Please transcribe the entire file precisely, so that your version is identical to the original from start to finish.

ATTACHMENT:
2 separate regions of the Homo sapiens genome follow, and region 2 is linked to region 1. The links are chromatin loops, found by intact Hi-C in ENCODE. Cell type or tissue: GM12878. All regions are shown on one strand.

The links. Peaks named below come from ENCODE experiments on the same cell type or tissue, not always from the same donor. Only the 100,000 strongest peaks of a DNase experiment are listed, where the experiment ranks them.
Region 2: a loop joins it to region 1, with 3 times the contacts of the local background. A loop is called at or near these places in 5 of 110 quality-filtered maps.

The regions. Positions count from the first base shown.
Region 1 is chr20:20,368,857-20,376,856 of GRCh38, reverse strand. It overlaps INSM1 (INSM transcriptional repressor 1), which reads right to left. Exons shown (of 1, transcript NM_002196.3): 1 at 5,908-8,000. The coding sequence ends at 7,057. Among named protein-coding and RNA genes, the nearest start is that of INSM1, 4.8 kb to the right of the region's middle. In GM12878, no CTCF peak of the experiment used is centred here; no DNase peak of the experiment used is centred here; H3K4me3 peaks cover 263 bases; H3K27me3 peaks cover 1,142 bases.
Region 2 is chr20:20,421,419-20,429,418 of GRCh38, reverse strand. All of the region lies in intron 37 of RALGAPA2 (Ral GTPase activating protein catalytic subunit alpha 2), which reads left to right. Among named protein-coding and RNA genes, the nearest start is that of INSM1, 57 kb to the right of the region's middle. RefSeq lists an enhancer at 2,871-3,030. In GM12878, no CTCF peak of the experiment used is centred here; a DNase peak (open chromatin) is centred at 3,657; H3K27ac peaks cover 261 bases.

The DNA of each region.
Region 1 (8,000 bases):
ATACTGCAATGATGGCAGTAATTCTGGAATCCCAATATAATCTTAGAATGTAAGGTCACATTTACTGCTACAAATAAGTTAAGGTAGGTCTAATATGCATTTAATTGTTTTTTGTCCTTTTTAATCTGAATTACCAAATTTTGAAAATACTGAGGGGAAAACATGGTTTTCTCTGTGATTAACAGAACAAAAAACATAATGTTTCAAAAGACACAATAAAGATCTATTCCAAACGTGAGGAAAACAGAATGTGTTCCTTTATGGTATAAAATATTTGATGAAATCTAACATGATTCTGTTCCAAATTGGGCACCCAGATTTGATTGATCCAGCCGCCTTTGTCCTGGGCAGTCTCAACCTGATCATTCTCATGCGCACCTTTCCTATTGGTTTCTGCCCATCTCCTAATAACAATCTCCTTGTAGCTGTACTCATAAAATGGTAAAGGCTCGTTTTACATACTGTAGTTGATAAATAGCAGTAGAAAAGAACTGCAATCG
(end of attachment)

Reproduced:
2 separate regions of the Homo sapiens genome follow, and region 2 is linked to region 1. The links are chromatin loops, found by intact Hi-C in ENCODE. Cell type or tissue: GM12878. All regions are shown on one strand.

The links. Peaks named below come from ENCODE experiments on the same cell type or tissue, not always from the same donor. Only the 100,000 strongest peaks of a DNase experiment are listed, where the experiment ranks them.
Region 2: a loop joins it to region 1, with 3 times the contacts of the local background. A loop is called at or near these places in 5 of 110 quality-filtered maps.

The regions. Positions count from the first base shown.
Region 1 is chr20:20,368,857-20,376,856 of GRCh38, reverse strand. It overlaps INSM1 (INSM transcriptional repressor 1), which reads right to left. Exons shown (of 1, transcript NM_002196.3): 1 at 5,908-8,000. The coding sequence ends at 7,057. Among named protein-coding and RNA genes, the nearest start is that of INSM1, 4.8 kb to the right of the region's middle. In GM12878, no CTCF peak of the experiment used is centred here; no DNase peak of the experiment used is centred here; H3K4me3 peaks cover 263 bases; H3K27me3 peaks cover 1,142 bases.
Region 2 is chr20:20,421,419-20,429,418 of GRCh38, reverse strand. All of the region lies in intron 37 of RALGAPA2 (Ral GTPase activating protein catalytic subunit alpha 2), which reads left to right. Among named protein-coding and RNA genes, the nearest start is that of INSM1, 57 kb to the right of the region's middle. RefSeq lists an enhancer at 2,871-3,030. In GM12878, no CTCF peak of the experiment used is centred here; a DNase peak (open chromatin) is centred at 3,657; H3K27ac peaks cover 261 bases.

The DNA of each region.
Region 1 (8,000 bases):
ATACTGCAATGATGGCAGTAATTCTGGAATCCCAATATAATCTTAGAATGTAAGGTCACATTTACTGCTACAAATAAGTTAAGGTAGGTCTAATATGCATTTAATTGTTTTTTGTCCTTTTTAATCTGAATTACCAAATTTTGAAAATACTGAGGGGAAAACATGGTTTTCTCTGTGATTAACAGAACAAAAAACATAATGTTTCAAAAGACACAATAAAGATCTATTCCAAACGTGAGGAAAACAGAATGTGTTCCTTTATGGTATAAAATATTTGATGAAATCTAACATGATTCTGTTCCAAATTGGGCACCCAGATTTGATTGATCCAGCCGCCTTTGTCCTGGGCAGTCTCAACCTGATCATTCTCATGCGCACCTTTCCTATTGGTTTCTGCCCATCTCCTAATAACAATCTCCTTGTAGCTGTACTCATAAAATGGTAAAGGCTCGTTTTACATACTGTAGTTGATAAATAGCAGTAGAAAAGAACTGCAATCG